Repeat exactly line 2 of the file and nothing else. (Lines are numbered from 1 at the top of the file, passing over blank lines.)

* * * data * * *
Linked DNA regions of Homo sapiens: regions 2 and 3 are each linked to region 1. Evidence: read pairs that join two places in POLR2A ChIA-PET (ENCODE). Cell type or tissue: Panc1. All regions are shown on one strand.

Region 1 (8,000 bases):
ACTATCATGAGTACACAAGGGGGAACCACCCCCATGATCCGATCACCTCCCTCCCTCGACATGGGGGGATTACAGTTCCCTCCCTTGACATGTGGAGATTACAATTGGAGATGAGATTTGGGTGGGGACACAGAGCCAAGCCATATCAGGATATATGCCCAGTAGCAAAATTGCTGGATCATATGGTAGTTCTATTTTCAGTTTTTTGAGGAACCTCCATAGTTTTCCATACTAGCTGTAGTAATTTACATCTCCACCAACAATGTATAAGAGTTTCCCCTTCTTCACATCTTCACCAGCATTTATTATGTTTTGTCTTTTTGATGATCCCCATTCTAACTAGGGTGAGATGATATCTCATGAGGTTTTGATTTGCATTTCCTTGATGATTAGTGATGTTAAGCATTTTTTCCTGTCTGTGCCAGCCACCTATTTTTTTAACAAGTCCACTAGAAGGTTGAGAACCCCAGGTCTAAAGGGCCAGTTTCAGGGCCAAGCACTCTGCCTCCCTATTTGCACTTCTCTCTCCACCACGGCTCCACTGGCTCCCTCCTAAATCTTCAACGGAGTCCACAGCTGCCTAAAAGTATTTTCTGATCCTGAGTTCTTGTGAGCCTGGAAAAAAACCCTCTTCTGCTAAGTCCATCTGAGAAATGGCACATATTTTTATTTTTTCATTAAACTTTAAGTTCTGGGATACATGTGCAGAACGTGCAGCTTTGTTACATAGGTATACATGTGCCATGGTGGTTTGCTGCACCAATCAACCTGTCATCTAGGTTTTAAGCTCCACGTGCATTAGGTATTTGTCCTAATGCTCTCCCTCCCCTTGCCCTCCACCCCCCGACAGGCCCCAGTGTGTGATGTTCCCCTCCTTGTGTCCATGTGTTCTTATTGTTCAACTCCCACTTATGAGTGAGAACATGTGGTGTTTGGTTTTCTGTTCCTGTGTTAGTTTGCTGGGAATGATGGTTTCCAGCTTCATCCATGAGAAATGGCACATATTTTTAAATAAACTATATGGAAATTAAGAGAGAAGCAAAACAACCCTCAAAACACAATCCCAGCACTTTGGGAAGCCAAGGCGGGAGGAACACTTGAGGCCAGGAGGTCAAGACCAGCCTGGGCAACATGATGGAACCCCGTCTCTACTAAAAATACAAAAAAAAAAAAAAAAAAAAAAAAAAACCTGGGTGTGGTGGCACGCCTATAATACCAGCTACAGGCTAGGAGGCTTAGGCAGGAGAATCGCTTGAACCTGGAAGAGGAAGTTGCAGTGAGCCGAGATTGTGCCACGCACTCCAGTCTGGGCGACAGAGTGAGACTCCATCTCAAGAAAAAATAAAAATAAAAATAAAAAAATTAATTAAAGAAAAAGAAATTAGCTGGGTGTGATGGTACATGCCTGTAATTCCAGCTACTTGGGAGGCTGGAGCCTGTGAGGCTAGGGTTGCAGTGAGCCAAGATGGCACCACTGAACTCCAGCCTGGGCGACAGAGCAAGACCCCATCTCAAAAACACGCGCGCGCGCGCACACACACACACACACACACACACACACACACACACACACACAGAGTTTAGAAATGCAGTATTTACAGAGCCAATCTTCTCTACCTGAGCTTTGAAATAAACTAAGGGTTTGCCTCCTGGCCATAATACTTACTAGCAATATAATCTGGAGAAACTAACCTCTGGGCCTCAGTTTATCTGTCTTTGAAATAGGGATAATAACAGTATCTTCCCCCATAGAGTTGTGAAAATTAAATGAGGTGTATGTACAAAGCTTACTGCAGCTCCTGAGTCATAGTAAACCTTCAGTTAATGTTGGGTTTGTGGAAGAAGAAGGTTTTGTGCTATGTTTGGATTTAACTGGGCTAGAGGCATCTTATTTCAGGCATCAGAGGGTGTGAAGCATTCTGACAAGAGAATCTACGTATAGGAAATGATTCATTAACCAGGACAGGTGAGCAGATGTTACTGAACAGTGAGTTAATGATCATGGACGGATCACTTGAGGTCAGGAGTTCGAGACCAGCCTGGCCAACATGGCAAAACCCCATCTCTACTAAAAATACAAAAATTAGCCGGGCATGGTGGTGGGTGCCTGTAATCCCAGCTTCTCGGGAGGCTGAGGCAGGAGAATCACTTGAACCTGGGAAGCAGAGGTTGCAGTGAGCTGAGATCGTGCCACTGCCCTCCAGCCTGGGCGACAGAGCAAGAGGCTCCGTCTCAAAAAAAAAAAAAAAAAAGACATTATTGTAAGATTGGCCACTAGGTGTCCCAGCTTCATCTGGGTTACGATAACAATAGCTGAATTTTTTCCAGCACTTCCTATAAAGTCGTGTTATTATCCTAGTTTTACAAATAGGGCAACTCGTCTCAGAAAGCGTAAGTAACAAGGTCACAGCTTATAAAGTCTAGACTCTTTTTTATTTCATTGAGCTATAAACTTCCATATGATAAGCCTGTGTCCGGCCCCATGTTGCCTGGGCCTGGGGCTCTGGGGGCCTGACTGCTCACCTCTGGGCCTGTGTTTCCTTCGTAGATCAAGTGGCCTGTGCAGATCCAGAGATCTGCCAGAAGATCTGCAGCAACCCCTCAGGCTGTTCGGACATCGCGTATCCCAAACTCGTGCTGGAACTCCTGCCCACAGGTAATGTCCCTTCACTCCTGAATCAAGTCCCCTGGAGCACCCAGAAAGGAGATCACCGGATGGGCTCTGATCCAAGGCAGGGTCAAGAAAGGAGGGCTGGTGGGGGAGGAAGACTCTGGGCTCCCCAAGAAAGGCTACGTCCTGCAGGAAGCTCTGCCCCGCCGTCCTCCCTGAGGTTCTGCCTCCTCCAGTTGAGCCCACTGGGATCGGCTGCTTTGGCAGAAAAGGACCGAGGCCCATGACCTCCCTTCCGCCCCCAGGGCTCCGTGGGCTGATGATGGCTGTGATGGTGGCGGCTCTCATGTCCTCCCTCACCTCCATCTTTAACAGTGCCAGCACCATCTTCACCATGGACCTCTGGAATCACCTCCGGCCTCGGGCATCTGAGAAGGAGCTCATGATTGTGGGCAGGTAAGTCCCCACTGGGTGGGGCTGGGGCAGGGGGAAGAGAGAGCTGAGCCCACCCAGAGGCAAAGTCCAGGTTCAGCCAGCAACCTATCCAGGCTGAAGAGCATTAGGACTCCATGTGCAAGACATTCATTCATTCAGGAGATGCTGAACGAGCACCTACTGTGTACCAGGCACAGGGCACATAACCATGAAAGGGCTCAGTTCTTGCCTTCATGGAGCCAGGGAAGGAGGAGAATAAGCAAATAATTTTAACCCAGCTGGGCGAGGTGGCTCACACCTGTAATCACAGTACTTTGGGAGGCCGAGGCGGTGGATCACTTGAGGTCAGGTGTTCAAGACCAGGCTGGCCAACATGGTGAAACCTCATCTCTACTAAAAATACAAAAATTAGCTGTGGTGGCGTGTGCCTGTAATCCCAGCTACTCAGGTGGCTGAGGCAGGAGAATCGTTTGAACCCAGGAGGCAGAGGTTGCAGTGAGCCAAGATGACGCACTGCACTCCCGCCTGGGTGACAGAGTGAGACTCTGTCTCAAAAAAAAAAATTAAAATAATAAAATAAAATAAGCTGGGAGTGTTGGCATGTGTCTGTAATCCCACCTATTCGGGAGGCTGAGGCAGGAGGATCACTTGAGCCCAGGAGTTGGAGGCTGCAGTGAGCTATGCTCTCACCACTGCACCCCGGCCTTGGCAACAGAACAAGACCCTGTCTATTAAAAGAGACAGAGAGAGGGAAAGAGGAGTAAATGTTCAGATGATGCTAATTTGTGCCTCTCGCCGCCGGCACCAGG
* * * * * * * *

Region 1 (8,000 bases):